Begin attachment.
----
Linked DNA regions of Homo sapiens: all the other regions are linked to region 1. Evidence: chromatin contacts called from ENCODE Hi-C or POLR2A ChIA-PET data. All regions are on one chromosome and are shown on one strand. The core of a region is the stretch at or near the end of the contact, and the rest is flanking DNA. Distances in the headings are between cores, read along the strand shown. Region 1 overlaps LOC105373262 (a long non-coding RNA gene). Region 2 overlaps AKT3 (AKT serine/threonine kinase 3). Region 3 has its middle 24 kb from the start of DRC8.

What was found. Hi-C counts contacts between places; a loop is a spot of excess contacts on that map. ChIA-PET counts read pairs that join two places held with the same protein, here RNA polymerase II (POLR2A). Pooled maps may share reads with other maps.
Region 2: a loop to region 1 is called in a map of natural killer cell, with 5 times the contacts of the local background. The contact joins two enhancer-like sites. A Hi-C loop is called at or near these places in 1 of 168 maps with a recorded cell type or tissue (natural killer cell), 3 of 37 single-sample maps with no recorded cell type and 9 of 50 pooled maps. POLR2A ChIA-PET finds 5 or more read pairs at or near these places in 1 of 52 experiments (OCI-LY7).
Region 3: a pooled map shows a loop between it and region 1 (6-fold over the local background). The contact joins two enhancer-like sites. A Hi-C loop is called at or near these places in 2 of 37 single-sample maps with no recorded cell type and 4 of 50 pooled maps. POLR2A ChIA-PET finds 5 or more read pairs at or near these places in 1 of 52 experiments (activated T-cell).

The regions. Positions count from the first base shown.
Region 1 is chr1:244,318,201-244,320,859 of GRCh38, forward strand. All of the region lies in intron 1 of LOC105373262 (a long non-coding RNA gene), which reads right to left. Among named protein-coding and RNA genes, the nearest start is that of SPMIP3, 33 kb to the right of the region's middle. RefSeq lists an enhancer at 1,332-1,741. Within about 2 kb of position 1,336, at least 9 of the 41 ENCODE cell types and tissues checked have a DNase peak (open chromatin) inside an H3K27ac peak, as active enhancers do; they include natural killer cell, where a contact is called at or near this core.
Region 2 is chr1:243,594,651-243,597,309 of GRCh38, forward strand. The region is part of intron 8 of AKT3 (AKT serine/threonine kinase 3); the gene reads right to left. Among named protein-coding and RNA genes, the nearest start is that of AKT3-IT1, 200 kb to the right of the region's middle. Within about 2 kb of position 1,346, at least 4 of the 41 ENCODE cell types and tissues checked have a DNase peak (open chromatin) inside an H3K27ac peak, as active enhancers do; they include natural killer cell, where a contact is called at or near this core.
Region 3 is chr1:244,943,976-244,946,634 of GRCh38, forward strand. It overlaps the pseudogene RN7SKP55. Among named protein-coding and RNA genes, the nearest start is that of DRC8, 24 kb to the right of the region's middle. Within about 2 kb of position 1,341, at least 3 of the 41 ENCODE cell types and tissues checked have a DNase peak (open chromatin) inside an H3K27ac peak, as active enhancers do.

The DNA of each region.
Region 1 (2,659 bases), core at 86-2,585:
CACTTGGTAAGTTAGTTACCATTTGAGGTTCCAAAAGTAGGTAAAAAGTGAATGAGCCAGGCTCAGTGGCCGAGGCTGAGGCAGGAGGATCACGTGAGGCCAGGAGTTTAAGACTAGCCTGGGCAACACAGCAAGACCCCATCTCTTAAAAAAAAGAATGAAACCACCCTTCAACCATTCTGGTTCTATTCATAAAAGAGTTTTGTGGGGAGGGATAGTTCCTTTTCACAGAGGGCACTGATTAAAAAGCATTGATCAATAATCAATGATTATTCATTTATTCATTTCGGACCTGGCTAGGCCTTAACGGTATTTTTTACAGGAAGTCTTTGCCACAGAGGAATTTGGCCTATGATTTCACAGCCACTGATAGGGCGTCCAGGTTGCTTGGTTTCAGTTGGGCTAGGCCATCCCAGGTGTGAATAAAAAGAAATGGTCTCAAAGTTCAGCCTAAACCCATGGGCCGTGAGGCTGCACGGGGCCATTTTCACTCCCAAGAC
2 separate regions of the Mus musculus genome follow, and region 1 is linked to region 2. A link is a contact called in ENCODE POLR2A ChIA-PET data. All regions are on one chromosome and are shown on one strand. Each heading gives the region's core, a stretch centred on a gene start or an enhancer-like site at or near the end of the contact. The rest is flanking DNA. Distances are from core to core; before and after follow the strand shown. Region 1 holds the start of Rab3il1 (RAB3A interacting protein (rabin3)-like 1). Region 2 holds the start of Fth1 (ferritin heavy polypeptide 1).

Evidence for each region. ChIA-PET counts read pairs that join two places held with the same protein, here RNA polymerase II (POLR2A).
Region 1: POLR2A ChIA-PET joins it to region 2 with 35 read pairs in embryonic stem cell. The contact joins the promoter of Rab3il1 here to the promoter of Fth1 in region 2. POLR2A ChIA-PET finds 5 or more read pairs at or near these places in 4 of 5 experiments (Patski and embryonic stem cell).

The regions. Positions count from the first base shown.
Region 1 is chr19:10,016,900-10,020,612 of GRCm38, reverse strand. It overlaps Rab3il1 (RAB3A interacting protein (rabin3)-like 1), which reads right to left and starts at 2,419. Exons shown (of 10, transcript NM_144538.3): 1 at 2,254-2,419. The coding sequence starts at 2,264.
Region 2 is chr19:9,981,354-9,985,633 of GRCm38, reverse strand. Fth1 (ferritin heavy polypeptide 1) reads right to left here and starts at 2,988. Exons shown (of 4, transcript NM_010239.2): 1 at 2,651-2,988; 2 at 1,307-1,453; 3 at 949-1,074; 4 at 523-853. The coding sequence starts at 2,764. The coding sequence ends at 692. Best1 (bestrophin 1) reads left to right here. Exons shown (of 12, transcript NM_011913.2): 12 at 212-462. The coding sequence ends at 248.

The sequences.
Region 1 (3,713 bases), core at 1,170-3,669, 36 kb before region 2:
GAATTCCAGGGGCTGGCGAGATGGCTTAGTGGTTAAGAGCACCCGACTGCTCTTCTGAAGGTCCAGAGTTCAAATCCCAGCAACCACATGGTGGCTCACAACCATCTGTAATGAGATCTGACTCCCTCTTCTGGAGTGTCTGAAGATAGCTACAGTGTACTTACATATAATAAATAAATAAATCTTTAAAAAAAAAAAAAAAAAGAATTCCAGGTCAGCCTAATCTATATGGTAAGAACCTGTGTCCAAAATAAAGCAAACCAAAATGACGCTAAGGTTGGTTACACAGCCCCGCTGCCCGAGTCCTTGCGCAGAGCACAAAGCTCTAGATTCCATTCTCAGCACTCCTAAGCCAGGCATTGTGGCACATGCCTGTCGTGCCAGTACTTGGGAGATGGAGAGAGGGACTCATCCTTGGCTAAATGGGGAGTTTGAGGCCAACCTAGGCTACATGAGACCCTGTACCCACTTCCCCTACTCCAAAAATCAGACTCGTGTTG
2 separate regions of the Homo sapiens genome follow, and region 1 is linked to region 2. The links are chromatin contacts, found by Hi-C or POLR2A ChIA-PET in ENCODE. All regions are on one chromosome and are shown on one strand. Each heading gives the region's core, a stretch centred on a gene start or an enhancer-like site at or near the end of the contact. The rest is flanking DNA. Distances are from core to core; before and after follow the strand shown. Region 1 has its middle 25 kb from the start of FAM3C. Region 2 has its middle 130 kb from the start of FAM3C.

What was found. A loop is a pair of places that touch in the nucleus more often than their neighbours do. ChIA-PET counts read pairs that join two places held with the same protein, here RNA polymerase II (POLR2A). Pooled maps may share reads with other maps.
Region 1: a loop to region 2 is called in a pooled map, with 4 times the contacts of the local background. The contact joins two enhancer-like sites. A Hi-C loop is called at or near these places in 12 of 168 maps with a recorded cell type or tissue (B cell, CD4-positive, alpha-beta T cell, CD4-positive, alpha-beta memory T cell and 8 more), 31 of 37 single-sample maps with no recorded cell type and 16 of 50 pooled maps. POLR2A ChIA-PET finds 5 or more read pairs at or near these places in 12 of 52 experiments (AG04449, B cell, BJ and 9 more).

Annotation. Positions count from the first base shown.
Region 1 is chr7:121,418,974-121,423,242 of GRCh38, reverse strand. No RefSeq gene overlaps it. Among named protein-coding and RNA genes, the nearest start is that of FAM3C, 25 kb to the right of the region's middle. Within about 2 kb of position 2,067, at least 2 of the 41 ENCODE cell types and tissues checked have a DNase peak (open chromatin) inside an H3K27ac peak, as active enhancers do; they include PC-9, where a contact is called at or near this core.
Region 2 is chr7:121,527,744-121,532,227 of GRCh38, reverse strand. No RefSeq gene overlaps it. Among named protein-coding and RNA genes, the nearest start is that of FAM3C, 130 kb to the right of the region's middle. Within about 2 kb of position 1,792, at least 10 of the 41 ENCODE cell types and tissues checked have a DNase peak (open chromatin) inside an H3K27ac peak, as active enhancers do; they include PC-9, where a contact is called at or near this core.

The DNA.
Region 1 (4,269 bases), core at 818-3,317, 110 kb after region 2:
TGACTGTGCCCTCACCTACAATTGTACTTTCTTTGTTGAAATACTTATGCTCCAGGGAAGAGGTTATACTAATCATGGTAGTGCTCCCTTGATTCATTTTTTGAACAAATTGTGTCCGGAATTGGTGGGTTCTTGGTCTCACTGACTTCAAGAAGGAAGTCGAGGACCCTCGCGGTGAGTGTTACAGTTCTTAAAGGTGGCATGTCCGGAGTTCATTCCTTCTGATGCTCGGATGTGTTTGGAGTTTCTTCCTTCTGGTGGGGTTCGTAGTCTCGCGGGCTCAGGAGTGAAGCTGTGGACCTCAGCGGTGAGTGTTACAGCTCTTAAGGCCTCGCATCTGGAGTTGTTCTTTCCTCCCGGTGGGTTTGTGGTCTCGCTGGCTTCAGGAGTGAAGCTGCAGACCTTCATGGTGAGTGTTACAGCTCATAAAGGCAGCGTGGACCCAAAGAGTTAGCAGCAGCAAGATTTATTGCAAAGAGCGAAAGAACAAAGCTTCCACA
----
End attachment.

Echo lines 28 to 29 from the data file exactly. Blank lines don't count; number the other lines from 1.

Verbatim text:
Region 1 (4,269 bases), core at 818-3,317, 110 kb after region 2:
TGACTGTGCCCTCACCTACAATTGTACTTTCTTTGTTGAAATACTTATGCTCCAGGGAAGAGGTTATACTAATCATGGTAGTGCTCCCTTGATTCATTTTTTGAACAAATTGTGTCCGGAATTGGTGGGTTCTTGGTCTCACTGACTTCAAGAAGGAAGTCGAGGACCCTCGCGGTGAGTGTTACAGTTCTTAAAGGTGGCATGTCCGGAGTTCATTCCTTCTGATGCTCGGATGTGTTTGGAGTTTCTTCCTTCTGGTGGGGTTCGTAGTCTCGCGGGCTCAGGAGTGAAGCTGTGGACCTCAGCGGTGAGTGTTACAGCTCTTAAGGCCTCGCATCTGGAGTTGTTCTTTCCTCCCGGTGGGTTTGTGGTCTCGCTGGCTTCAGGAGTGAAGCTGCAGACCTTCATGGTGAGTGTTACAGCTCATAAAGGCAGCGTGGACCCAAAGAGTTAGCAGCAGCAAGATTTATTGCAAAGAGCGAAAGAACAAAGCTTCCACA